The School’s distinguished piano faculty often serve as jurors for competitions around the world at which younger musicians seek to establish themselves and boost ascendant careers. For the competitors, the events offer opportunities to showcase their artistry and meet peers and those who might have the influence to engage them for future performances.
Anthony Ratinov ’20BS ’22MM ’23MMA, who won First Prize at the Ricard Viñes International Piano Competition earlier this year and has earned Second Prize at the 2022 Olga Kern International Piano Competition, the Jury Prize at the 2022 Hilton Head international Piano Competition, and First Prize at the 2021 Canada International Artists Piano Competition, has a “positive” relationship with competitions. “I think of a competition as exposure and a performance opportunity,” Ratinov said. “I never think about it as an actual competition. A musical career is grounded on the network that you’re able to create. I enjoy having competitions as markers in terms of progress,” including any new repertoire that’s learned for a particular contest. Still, Ratinov said, “I think all pianists have complicated relationships with competitions.”
Alexa Stier ’21MM ’27DMA, winner of the 2022 Virtuoso and Belcanto Concerto Competition, agreed with Ratinov about the value of exposure while pointing out that musicians must avoid giving competitions the power to “validate you as a musician.” Upon arrival at YSM, Stier wasn’t focused on competitions. It’s been important to faculty pianists Boris Berman and Wei-Yi Yang ’95MM ’96AD ’99MMA ’04DMA that Stier expand her repertoire beyond the familiar.
Henry Kramer ’13AD ’19DMA, who earned Second Prize at the Queen Elisabeth Competition in 2016 and won the National Chopin Competition of the United States, Montreal International Music Competition, and China Shanghai International Piano Competition in 2020, 2011, and 2012, respectively, teaches at the University of Montreal, where he advises students to think carefully before applying to participate in competitions. Kramer does agree that performance contests offer opportunities “to make connections.”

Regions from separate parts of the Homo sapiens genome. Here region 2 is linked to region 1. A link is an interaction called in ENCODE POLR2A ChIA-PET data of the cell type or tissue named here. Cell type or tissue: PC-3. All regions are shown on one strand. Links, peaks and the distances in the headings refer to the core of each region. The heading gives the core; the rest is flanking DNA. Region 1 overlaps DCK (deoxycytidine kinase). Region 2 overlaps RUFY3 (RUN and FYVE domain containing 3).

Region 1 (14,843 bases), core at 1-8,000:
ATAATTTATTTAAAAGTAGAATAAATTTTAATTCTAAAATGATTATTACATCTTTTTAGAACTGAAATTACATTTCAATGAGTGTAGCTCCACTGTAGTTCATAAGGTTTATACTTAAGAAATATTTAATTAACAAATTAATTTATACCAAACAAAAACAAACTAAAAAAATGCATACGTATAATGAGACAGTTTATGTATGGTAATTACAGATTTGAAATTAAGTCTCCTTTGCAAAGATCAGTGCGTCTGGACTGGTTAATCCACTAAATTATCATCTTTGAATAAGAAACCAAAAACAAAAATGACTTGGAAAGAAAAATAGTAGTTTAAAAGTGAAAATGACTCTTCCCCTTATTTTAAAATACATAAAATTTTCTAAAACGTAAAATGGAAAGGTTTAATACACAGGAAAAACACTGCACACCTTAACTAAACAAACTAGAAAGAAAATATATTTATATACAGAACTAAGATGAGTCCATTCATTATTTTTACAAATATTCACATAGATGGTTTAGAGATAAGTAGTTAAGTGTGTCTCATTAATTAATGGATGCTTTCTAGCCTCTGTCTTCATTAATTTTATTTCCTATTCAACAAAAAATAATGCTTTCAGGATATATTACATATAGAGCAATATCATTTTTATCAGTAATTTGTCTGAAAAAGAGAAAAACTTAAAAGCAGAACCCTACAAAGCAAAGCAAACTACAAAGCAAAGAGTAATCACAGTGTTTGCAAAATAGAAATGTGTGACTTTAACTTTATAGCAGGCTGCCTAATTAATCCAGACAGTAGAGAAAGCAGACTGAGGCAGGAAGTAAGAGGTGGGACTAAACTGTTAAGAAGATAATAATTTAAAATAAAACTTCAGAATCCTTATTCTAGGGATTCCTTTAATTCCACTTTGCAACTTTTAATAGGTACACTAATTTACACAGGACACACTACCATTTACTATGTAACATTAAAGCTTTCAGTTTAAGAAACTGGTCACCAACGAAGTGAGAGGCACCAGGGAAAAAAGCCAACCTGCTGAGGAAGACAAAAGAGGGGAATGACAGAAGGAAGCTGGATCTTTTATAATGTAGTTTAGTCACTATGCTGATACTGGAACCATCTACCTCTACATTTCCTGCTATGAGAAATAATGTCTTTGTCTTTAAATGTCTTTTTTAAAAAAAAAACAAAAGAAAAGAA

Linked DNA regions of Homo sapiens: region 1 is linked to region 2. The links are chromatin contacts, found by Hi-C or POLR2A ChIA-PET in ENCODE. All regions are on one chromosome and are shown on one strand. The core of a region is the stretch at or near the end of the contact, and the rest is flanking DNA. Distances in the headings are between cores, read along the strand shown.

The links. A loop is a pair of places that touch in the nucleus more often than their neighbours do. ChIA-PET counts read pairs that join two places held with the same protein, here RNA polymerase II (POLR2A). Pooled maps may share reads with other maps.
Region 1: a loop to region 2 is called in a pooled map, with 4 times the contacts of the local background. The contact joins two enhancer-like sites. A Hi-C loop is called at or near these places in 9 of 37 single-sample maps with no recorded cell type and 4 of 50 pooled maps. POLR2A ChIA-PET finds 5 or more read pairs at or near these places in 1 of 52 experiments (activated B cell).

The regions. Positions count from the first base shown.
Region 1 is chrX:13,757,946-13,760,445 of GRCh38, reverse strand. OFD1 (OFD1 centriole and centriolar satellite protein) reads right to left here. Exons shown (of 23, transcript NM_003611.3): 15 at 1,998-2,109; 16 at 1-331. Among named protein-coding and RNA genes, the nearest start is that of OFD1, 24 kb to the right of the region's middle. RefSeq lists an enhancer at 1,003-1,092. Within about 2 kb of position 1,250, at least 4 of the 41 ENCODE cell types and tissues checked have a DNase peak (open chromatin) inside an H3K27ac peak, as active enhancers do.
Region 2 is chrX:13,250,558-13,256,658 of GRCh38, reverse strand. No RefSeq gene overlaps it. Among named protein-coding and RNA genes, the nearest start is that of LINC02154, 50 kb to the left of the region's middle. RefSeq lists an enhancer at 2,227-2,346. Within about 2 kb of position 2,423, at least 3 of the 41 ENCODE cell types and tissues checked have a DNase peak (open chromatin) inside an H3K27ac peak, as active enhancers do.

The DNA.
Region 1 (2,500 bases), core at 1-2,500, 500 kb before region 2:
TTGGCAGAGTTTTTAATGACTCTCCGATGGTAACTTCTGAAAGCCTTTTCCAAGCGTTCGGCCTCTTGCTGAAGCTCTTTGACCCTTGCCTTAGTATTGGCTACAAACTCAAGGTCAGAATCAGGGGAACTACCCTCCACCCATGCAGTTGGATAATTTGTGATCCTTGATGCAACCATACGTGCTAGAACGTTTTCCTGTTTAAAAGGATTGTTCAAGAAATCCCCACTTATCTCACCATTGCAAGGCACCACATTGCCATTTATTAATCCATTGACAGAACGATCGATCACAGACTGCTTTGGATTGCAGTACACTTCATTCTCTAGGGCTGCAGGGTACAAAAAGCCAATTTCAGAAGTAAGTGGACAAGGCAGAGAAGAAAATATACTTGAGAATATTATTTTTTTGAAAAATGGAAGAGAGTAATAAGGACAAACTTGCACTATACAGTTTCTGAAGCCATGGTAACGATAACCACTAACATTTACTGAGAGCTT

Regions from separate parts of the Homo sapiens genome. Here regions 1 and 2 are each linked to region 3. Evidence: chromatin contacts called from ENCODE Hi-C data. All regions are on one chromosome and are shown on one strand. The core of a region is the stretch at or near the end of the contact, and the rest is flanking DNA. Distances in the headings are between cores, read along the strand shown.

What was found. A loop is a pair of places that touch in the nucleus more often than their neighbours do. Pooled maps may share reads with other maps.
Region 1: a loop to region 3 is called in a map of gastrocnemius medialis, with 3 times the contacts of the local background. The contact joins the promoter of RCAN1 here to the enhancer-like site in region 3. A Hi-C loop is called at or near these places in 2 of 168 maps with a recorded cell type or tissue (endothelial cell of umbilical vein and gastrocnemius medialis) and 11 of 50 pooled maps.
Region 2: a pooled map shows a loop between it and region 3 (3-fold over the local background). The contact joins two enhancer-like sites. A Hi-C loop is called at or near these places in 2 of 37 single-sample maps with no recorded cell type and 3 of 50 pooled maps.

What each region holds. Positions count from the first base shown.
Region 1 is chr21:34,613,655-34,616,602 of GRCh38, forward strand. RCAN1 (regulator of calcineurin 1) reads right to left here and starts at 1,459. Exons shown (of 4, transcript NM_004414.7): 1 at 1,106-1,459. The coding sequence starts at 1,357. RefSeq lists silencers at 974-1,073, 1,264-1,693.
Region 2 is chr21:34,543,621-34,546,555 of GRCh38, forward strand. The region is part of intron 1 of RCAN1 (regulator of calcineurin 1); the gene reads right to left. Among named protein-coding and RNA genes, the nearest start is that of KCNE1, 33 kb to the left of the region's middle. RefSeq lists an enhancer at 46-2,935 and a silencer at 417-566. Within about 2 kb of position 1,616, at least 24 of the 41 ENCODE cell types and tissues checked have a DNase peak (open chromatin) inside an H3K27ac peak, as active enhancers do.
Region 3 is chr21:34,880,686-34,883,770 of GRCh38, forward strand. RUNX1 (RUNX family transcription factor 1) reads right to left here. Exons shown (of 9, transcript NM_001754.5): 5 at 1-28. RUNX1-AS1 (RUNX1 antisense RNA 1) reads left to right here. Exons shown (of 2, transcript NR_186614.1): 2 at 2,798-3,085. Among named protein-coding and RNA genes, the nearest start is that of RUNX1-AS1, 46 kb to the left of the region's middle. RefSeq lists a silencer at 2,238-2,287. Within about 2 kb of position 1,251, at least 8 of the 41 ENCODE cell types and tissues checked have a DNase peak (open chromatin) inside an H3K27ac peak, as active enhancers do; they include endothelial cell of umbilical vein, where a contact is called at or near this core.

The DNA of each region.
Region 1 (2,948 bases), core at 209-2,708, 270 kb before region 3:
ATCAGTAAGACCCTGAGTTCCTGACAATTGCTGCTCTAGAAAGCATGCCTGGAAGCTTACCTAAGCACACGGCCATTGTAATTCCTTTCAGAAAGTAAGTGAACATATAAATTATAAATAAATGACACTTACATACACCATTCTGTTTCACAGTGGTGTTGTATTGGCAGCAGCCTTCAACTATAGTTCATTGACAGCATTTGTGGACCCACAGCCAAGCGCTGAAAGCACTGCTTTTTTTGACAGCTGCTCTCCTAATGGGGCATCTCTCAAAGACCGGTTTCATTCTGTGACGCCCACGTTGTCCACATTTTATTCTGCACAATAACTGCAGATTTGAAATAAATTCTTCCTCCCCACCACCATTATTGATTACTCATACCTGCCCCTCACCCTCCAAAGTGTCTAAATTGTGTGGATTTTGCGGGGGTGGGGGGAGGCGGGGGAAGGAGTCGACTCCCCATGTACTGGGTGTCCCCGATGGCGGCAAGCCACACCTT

“Don’t go through all that effort if it’s not going to be worth it,” Kramer said, though, explaining that “it takes a long time to build up that kind of technical security and focus.”
“My competition success has definitely helped me,” Kramer said. “I do encourage certain students of mine to do them.” There are other students, Kramer said, whom he urges to pursue other avenues if their musical interests don’t align with the competition repertoire or design. “There are people who are not suited to them,” Kramer said, explaining that rejection “could be very detrimental” to those musicians, and there are “other things one can do to establish themselves.”
“There are plenty of competition winners that nobody knows about,” Kramer pointed out, and plenty of well-known pianists who didn’t go the competition route.
Yang worries about the limitations that preparing for competitions can place on developing one’s artistry through a thorough exploration of the ever-growing repertoire. That is, spending so much time on repertoire with which a student is already familiar, Yang pointed out, is “different than what we aim to do at this stage of their life—to broaden and expand” on students’ knowledge of the repertoire and experience with music of varying styles and of different periods. If a competition can be used as a motivator, Yang said, “I’m for it. Why not?” One can grow and develop, Yang pointed out, through the experience of “participating in and enduring these challenges.” Still, Yang said, “my concern remains.”
“There is a value” to competitions, Berman said, “and there is a danger.” Sure, exposure is invaluable, especially in a scene that’s now brimming with competitions, not to mention the competitive nature of the field itself. The drawbacks, though, can be “huge.” One of those is that the time spent honing familiar repertoire leaves little space for studying and learning new pieces. More important, perhaps, is that “the competitor should be able to handle a setback in the competition, which statistically is more likely than a win. But not every artist is thick-skinned,” said Berman, who remembered one of his students who was eliminated after the first stage of a competition and took it very hard. “It took me a semester to put him back on track,” Berman said, explaining that “some competitors tend to take the personal opinion of judges as an objective valuation of their artistry. For them this may become a traumatic experience.”
Stier commented on the burden of facing rejection. “It sucks. It’s not a good feeling. But you have to cope with it. It makes you stronger.”